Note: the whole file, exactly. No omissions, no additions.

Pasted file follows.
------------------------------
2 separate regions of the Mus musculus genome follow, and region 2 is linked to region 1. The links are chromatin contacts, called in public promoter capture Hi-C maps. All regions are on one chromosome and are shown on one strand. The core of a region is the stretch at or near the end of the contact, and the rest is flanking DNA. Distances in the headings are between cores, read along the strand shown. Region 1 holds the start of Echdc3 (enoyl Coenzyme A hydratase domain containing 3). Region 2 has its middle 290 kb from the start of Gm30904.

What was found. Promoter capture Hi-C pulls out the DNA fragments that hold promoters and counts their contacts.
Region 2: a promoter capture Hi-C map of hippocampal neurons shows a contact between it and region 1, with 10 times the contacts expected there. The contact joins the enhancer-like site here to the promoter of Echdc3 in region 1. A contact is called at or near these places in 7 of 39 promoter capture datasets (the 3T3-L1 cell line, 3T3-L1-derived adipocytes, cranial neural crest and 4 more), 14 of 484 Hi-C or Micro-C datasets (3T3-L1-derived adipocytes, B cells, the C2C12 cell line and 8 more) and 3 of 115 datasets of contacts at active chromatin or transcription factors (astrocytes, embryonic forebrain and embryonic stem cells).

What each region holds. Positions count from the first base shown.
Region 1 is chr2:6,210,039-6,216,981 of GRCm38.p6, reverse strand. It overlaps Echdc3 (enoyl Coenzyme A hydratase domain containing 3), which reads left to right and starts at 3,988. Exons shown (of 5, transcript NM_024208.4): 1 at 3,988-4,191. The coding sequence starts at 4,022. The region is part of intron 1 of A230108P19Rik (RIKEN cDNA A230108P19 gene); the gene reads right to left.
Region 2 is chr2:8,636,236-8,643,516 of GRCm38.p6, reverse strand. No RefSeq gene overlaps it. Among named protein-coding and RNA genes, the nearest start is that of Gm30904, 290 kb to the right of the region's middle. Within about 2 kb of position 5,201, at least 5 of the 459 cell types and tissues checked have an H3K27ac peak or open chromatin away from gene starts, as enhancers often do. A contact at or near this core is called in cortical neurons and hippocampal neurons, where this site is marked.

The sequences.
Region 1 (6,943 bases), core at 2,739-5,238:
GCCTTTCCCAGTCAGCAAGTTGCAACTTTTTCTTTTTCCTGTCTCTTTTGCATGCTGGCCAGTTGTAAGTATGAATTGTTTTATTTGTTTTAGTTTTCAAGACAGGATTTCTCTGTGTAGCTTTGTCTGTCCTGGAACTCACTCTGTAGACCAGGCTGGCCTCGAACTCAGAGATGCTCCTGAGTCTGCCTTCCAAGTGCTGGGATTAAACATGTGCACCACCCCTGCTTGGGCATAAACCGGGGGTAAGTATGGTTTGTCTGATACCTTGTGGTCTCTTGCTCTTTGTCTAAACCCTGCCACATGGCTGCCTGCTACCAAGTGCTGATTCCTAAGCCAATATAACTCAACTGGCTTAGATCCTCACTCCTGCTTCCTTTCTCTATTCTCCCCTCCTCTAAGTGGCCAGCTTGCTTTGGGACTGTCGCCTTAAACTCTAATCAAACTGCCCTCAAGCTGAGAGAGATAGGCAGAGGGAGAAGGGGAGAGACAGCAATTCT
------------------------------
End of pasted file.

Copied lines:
2 separate regions of the Mus musculus genome follow, and region 2 is linked to region 1. The links are chromatin contacts, called in public promoter capture Hi-C maps. All regions are on one chromosome and are shown on one strand. The core of a region is the stretch at or near the end of the contact, and the rest is flanking DNA. Distances in the headings are between cores, read along the strand shown. Region 1 holds the start of Echdc3 (enoyl Coenzyme A hydratase domain containing 3). Region 2 has its middle 290 kb from the start of Gm30904.

What was found. Promoter capture Hi-C pulls out the DNA fragments that hold promoters and counts their contacts.
Region 2: a promoter capture Hi-C map of hippocampal neurons shows a contact between it and region 1, with 10 times the contacts expected there. The contact joins the enhancer-like site here to the promoter of Echdc3 in region 1. A contact is called at or near these places in 7 of 39 promoter capture datasets (the 3T3-L1 cell line, 3T3-L1-derived adipocytes, cranial neural crest and 4 more), 14 of 484 Hi-C or Micro-C datasets (3T3-L1-derived adipocytes, B cells, the C2C12 cell line and 8 more) and 3 of 115 datasets of contacts at active chromatin or transcription factors (astrocytes, embryonic forebrain and embryonic stem cells).

What each region holds. Positions count from the first base shown.
Region 1 is chr2:6,210,039-6,216,981 of GRCm38.p6, reverse strand. It overlaps Echdc3 (enoyl Coenzyme A hydratase domain containing 3), which reads left to right and starts at 3,988. Exons shown (of 5, transcript NM_024208.4): 1 at 3,988-4,191. The coding sequence starts at 4,022. The region is part of intron 1 of A230108P19Rik (RIKEN cDNA A230108P19 gene); the gene reads right to left.
Region 2 is chr2:8,636,236-8,643,516 of GRCm38.p6, reverse strand. No RefSeq gene overlaps it. Among named protein-coding and RNA genes, the nearest start is that of Gm30904, 290 kb to the right of the region's middle. Within about 2 kb of position 5,201, at least 5 of the 459 cell types and tissues checked have an H3K27ac peak or open chromatin away from gene starts, as enhancers often do. A contact at or near this core is called in cortical neurons and hippocampal neurons, where this site is marked.

The sequences.
Region 1 (6,943 bases), core at 2,739-5,238:
GCCTTTCCCAGTCAGCAAGTTGCAACTTTTTCTTTTTCCTGTCTCTTTTGCATGCTGGCCAGTTGTAAGTATGAATTGTTTTATTTGTTTTAGTTTTCAAGACAGGATTTCTCTGTGTAGCTTTGTCTGTCCTGGAACTCACTCTGTAGACCAGGCTGGCCTCGAACTCAGAGATGCTCCTGAGTCTGCCTTCCAAGTGCTGGGATTAAACATGTGCACCACCCCTGCTTGGGCATAAACCGGGGGTAAGTATGGTTTGTCTGATACCTTGTGGTCTCTTGCTCTTTGTCTAAACCCTGCCACATGGCTGCCTGCTACCAAGTGCTGATTCCTAAGCCAATATAACTCAACTGGCTTAGATCCTCACTCCTGCTTCCTTTCTCTATTCTCCCCTCCTCTAAGTGGCCAGCTTGCTTTGGGACTGTCGCCTTAAACTCTAATCAAACTGCCCTCAAGCTGAGAGAGATAGGCAGAGGGAGAAGGGGAGAGACAGCAATTCT